Short Walks by Sue Ranford

By Ken Porter

Short Walks by Sue Ranford .

Sue moved to the Langdon Hills area in 1997 and following her early retirement decided to explore the beauty of Langdon Hills. This led her writing about her walks in a local trade directory called the ‘Langdon Link’.

Following suggestions from her friends Sue decided to produce a book on her walks. The book ‘Secret Basildon’ has 15 short walks, the longest being no more than two and half miles.

The diagrams, sketches and photographs are all Sue’s work. In addition to her artistic talents she also plays the piano and has performed for BasOp and other operatic societies in the South Essex area. Following the success of her book she is working on others which eventually will cover most of South Essex.

Photo: Illustrative image for the 'Short Walks by Sue Ranford' page

 

The following is walk number 12 from the book:

Bluebells and Orchids in Lincewood.

(Distance just over 2 miles)

This walk covers the wooded area west of Laindon High Road behind St Mary’s Church down to the Recreation Ground. There is a steep wooded bank and some uneven footpaths that curve and dip through the trees. There are no stiles, only gates but the ground can get very muddy and slippery and you may need to watch out for protruding roots and bricks in some places. A fallen tree trunk stretches across a path but is quite easy to duck beneath!

Photo: Illustrative image for the 'Short Walks by Sue Ranford' page

Lincewood used to be populated with a few plotland dwellings. You may notice clearings and gateways where the houses once stood.

STARTING POINT

Drive along the Laindon High Road (B1007) until you reach the Harvester Crown pub near the top of Langdon Hills. Turn left immediately after the pub and drive down to the car park in Westley Heights Country Park .

THE WALK

Photo: Illustrative image for the 'Short Walks by Sue Ranford' page

  1. From the car park walk back to the main road and cross over to enter the field opposite. Follow footpath 172 over the meadow and down into the woods. At the bottom of the track go through the gate and over to the stile on your left.
  2. The view is amazing! Among a cluster of skyscrapers is Canary Wharf and the Elizabeth II bridge is visible to the left. Retrace your steps taking the left fork at the large tree to enter the gate into Lincewood. Follow the path down to a pond, ducking under the fallen tree. Continue through the gate and up to an old twisty tree. Here take the left folk to join a path that dips and curves between the trees. Keep to the main path ahead past carpets of bluebells in the spring.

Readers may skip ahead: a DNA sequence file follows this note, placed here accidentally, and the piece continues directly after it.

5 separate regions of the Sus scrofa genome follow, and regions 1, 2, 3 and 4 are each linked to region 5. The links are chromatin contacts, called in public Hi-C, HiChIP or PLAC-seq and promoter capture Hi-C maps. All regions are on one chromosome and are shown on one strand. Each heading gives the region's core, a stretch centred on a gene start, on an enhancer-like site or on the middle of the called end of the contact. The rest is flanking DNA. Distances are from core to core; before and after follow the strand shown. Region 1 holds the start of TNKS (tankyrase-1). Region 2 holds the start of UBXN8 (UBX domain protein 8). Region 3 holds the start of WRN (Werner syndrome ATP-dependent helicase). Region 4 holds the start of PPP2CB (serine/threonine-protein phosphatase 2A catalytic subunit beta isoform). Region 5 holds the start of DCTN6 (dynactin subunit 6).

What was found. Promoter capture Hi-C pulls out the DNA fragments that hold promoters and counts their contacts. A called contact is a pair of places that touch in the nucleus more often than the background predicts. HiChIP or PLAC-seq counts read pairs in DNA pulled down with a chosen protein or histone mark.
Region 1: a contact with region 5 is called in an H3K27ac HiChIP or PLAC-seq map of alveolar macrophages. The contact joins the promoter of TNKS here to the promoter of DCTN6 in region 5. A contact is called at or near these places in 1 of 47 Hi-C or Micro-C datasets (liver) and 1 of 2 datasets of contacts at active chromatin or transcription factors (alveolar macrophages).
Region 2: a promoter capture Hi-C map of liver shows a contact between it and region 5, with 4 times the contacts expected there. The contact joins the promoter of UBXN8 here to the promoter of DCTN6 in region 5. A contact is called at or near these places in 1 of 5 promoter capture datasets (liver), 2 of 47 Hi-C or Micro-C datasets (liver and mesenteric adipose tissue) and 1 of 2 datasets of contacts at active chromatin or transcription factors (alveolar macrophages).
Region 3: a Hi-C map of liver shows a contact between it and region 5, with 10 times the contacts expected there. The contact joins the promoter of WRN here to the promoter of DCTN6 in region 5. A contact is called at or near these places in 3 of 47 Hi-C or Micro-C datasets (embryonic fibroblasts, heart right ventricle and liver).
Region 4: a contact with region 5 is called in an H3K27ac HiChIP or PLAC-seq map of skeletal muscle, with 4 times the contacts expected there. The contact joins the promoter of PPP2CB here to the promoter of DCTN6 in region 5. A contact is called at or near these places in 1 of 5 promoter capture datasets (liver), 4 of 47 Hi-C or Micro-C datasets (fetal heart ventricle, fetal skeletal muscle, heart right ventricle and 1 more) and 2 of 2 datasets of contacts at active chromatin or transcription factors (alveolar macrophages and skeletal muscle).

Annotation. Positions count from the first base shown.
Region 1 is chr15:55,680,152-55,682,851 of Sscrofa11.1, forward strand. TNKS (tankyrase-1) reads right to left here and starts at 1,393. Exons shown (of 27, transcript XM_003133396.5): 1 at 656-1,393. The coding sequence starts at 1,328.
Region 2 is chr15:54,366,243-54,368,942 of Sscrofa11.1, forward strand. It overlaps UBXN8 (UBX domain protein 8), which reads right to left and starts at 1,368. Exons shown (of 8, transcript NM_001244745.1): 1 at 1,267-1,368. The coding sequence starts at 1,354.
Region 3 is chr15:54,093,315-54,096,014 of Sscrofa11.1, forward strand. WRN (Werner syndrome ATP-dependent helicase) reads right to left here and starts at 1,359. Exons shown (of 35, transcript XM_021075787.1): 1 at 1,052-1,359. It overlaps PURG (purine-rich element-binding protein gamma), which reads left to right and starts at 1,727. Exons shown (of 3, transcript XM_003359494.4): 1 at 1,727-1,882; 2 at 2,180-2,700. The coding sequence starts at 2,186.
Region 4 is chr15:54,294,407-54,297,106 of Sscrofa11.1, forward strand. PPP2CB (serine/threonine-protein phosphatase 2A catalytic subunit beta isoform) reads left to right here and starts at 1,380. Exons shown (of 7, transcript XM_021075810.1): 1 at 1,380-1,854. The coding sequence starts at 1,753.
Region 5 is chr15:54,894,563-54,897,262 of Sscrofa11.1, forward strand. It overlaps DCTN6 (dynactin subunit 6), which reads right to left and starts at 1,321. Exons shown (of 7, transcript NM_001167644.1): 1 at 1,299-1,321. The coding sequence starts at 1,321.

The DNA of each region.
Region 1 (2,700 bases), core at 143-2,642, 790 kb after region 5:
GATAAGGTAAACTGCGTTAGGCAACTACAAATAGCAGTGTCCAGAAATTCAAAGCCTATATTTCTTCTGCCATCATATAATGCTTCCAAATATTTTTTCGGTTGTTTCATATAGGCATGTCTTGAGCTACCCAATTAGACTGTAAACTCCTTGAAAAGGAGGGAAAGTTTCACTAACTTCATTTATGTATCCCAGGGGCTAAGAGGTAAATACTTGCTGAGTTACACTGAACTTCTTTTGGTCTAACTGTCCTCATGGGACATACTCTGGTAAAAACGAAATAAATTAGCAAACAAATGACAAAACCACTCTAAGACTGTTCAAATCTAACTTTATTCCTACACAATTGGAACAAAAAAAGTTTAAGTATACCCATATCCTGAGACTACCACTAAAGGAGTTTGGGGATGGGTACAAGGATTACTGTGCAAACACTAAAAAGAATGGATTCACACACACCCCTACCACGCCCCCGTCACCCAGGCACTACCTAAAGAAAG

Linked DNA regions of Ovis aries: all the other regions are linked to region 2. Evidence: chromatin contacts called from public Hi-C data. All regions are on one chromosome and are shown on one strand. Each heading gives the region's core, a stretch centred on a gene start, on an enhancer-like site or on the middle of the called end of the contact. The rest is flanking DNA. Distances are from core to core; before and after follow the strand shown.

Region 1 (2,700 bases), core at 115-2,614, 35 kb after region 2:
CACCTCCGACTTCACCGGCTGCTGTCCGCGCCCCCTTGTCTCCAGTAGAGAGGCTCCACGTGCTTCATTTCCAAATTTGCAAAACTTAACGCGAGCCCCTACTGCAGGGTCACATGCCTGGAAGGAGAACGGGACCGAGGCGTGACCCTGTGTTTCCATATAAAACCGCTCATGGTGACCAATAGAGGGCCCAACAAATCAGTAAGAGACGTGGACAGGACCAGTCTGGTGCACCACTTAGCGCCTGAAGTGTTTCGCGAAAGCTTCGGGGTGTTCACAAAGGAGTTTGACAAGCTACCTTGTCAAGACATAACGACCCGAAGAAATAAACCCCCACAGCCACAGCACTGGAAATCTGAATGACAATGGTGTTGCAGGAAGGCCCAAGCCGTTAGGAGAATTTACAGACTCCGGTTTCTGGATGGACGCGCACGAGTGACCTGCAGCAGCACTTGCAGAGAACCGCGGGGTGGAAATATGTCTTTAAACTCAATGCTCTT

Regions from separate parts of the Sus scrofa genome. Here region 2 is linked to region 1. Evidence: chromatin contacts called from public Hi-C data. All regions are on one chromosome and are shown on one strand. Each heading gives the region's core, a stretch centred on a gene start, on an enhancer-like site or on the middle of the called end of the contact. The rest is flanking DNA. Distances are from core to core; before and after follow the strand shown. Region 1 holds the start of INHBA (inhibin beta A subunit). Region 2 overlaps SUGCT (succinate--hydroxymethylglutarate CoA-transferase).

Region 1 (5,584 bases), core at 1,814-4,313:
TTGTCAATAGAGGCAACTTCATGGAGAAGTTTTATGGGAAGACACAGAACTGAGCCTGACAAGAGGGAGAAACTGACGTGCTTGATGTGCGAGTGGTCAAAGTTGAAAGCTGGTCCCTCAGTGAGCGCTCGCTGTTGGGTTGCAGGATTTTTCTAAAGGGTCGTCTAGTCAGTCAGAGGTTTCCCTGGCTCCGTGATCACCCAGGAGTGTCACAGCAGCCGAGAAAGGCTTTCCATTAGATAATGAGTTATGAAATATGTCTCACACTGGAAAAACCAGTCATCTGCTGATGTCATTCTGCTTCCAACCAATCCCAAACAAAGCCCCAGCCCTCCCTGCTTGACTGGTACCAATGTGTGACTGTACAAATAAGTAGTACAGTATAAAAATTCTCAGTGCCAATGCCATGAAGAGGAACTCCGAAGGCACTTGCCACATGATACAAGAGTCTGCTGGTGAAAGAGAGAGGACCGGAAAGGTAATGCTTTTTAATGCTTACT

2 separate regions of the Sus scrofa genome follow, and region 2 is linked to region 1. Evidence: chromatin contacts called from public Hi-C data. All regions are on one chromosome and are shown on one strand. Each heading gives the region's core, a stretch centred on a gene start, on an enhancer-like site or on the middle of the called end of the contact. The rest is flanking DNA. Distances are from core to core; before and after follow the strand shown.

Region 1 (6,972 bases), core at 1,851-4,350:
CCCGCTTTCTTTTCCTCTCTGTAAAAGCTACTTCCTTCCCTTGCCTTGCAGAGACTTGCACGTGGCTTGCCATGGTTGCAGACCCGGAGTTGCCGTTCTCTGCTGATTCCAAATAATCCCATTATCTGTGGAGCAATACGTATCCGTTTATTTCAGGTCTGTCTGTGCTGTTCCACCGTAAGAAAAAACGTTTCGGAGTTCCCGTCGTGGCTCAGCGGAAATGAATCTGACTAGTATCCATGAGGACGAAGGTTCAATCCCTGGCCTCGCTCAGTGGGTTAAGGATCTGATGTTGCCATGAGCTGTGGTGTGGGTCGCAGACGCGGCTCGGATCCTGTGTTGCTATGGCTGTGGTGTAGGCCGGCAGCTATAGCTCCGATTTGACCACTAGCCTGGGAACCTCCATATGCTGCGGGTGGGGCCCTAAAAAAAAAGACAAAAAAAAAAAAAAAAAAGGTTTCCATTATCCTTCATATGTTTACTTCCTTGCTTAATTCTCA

3. As the path reaches the corner of the field on your left take a rest on the bench to enjoy the view. Return to the footpath taking the right fork at the next junction. Then turn left, then right over a crossing path. This leads to a gate where you turn right to follow the path as it curves left into the Recreation Ground.
  4. Turn left skirting the edge of the grounds. The far slopes are tinged with the purple of wild orchids in late spring. Once clear of the trees the meadow before you is alive with pinks and purples as the orchids jostle for space on the crowded slopes. Leave the Recreation Ground by the same gate turning left to reach a junction marked 2. Then turn right to walk among a haze of bluebells that stretches between the dark tree trunks. Follow the main path ignoring all side turnings and gates.
  5. Eventually you pass a post marked 3 and a set of steps on your left, then you meet a parallel path near the edge of the wood. Keep to your path as it goes up towards a bank of 4 log steps near post 4. Turn right between 2 markers, then go back through the gate on your left to enter Hall Wood. Climb the left path back to the meadow and over the road to the car park.

Photo:Orchids in the Recreation Ground at 4 on walk

Orchids in the Recreation Ground at 4 on walk

This page was added by Ken Porter on 19/12/2010.
Comments about this page (Add a comment about this page)

This looks like a really interesting and beautifully produced book. Sue is obviously a very talented young lady and would she be interested in researching other areas?

By Lynda Martinson
On 13/10/2012
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